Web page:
1. Make sure you use it only when Comodo pops-up with an alert regarding the installer or updater file, not explorer or something else.
  2. Checkmark "Treat this application as: Installer or Updater", and click ok.
  3. Make sure Comodo goes into Installation Mode during the installation. Only use this if you are absolutely certain that it can be trusted.
  4. You can also treat file archivers and self extracting archives as Installers and Updaters without making Comodo go into Installation Mode.
  5. Next is "Trusted Application", only do this if the application is 100% safe AND needs unrestricted access to your system.
  6. Checkmark "Treat this application as: Trusted Application" when an alert regarding that application appears, and click ok.
  7. Do the same for other "Treat this application as:" choices.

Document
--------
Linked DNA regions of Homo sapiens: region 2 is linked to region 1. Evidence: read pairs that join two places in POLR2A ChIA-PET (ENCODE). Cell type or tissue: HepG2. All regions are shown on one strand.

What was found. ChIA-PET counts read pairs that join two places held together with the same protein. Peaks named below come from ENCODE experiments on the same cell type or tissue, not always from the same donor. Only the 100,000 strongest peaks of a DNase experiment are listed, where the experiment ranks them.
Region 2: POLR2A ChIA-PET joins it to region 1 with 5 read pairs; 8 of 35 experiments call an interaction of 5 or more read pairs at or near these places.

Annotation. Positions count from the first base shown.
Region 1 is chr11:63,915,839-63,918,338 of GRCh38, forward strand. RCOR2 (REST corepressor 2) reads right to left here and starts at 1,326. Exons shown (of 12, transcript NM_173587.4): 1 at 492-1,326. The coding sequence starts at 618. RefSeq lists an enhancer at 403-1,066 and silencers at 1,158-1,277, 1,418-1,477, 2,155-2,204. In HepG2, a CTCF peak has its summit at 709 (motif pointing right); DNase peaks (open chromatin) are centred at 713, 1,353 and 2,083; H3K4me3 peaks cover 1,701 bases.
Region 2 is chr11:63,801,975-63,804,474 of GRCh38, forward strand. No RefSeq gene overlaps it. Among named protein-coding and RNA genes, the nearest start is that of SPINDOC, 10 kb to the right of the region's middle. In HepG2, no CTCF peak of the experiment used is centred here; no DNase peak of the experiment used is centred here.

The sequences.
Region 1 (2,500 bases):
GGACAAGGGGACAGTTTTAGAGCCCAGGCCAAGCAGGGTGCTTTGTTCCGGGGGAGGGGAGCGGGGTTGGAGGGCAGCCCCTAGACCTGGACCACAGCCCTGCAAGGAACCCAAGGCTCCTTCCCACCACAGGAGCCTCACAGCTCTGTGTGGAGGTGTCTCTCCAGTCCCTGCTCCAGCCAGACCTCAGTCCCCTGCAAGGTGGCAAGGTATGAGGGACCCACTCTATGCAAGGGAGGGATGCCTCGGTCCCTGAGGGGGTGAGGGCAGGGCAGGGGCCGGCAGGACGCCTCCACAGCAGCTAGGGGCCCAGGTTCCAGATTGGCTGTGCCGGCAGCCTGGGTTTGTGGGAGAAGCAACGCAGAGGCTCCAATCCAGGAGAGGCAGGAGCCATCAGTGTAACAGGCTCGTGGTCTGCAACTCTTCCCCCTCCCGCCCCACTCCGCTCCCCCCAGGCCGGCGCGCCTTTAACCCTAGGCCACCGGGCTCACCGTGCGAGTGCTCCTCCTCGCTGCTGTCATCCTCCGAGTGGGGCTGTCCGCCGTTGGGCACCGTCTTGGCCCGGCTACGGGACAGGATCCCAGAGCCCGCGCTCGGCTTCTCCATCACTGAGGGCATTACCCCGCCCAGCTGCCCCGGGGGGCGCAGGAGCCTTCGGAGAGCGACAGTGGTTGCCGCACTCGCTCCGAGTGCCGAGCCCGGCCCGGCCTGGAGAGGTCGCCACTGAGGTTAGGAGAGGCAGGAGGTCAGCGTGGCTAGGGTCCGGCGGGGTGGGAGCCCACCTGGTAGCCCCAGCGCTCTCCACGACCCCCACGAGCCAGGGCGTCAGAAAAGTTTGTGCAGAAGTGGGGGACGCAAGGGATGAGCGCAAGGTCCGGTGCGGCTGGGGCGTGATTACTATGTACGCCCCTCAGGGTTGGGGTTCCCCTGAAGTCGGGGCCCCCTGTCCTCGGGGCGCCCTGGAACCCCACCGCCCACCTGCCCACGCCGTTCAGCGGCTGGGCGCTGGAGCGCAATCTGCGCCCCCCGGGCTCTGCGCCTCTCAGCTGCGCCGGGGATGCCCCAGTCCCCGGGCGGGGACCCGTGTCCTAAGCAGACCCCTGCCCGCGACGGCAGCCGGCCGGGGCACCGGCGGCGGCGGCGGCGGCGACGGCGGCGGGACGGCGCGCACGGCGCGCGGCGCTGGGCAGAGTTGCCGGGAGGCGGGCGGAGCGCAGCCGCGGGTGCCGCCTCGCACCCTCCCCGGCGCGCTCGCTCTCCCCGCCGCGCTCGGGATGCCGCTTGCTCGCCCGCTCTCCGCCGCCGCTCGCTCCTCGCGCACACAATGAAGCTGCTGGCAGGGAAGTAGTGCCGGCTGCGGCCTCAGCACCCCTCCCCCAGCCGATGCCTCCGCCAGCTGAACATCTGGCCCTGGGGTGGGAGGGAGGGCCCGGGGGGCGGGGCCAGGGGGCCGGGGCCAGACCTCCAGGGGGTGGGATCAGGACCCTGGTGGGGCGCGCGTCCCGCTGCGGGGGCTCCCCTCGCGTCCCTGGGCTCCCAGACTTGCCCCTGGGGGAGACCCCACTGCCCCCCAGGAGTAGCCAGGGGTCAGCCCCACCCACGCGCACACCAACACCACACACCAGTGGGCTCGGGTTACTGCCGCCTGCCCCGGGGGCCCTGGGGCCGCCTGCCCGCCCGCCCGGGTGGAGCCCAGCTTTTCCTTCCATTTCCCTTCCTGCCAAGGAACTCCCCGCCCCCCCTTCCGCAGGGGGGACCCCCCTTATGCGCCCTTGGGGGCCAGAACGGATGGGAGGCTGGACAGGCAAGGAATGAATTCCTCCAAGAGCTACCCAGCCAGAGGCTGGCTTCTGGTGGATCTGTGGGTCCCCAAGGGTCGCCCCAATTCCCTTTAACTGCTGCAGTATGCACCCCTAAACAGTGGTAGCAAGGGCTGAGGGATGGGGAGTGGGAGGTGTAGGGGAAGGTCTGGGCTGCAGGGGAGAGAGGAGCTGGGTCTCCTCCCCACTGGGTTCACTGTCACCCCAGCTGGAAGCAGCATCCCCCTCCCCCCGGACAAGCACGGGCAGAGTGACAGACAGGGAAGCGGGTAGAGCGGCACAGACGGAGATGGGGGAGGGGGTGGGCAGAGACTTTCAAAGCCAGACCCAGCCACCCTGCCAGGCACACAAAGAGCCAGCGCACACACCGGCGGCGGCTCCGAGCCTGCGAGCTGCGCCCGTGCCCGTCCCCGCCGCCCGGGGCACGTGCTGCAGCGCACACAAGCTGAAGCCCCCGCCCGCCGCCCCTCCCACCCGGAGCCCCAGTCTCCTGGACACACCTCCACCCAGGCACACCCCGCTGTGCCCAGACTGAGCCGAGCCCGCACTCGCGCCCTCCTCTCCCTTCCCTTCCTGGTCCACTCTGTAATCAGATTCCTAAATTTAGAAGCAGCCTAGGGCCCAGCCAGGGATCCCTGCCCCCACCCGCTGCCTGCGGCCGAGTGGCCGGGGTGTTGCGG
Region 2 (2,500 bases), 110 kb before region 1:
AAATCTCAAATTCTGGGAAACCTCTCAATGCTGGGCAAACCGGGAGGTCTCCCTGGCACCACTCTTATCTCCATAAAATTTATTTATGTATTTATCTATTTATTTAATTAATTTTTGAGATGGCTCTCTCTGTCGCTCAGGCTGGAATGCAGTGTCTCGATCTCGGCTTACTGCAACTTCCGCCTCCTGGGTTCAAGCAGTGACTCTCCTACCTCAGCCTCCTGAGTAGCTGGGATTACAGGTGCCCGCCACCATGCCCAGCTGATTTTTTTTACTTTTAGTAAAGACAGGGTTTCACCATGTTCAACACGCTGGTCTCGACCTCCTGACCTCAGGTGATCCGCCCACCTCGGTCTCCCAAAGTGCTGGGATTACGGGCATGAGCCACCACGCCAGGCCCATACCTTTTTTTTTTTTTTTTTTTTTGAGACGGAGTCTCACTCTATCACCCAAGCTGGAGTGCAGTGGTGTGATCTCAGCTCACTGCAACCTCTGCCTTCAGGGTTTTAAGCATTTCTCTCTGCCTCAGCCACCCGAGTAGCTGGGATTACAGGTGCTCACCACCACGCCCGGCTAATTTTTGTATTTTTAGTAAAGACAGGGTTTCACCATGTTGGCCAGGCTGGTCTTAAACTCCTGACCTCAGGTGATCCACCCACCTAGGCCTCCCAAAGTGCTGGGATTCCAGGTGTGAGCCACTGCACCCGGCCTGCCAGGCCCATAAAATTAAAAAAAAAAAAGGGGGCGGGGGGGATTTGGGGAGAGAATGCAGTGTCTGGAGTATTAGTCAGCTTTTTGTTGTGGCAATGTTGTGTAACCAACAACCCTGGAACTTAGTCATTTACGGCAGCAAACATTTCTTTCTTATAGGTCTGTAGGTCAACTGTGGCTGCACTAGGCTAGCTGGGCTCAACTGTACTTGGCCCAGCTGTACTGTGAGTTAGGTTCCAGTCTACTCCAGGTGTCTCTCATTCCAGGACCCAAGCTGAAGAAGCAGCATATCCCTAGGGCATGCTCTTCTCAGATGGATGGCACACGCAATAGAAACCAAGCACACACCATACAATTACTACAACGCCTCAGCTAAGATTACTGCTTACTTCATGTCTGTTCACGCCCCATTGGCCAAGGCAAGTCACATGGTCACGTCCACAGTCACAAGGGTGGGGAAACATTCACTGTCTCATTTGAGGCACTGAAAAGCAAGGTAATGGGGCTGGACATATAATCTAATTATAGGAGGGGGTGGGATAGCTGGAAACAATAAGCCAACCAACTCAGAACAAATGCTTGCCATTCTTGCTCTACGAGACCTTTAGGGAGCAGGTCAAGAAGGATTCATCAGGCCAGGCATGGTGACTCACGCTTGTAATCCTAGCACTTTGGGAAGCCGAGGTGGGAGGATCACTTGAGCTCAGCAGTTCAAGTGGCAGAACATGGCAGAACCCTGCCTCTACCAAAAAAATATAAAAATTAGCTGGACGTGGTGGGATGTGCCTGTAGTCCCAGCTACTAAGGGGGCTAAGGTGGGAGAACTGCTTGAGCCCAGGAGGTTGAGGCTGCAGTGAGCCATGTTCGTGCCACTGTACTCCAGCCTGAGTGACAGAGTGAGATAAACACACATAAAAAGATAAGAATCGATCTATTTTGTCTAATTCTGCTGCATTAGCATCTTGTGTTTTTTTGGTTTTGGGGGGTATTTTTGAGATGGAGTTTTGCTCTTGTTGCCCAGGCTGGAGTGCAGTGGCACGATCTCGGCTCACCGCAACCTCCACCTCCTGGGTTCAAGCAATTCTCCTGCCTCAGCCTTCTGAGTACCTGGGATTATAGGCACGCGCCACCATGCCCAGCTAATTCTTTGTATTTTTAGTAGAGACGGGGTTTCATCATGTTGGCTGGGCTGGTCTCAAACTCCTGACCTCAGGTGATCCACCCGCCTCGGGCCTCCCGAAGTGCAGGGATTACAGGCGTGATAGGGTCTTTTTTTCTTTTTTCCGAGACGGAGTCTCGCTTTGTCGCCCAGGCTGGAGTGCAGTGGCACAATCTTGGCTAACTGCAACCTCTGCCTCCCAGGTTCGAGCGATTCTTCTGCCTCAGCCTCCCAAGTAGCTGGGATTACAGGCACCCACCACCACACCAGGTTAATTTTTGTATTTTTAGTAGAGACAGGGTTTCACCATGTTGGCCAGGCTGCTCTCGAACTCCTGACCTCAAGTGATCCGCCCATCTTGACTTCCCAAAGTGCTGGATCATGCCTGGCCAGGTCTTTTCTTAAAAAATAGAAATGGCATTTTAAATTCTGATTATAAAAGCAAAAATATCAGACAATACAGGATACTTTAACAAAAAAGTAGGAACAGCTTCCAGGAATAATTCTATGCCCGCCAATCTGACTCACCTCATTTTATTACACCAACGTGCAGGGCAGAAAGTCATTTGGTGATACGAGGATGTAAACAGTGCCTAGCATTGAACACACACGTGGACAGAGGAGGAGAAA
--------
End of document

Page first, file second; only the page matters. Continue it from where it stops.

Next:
• Why this is necessary
  1. This is the easiest way to make Comodo obey you and stay silent.
  2. Installers and updaters, Trusted Applications, etc will be treated with the proper rights and privileges.
  • Benefits of doing so
  1. There will be far less, if any, pop-ups regarding the installation.
  2. Comodo won't nag you about your file archiver whenever you extract your archives again.
  3. Your trusted applications that requires unrestricted access to your system won't be troubled.
  4. You won't have to bother with creating new rules. 
 
C. My pending files

Next is something less known, the "My Pending Files". It monitors all new, unknown to Comodo's database, files that have potentially dangerous extensions.  In order to access it, you have to open Comodo and click "waiting for your review" under "Proactive Defense" in the "Summary" tab.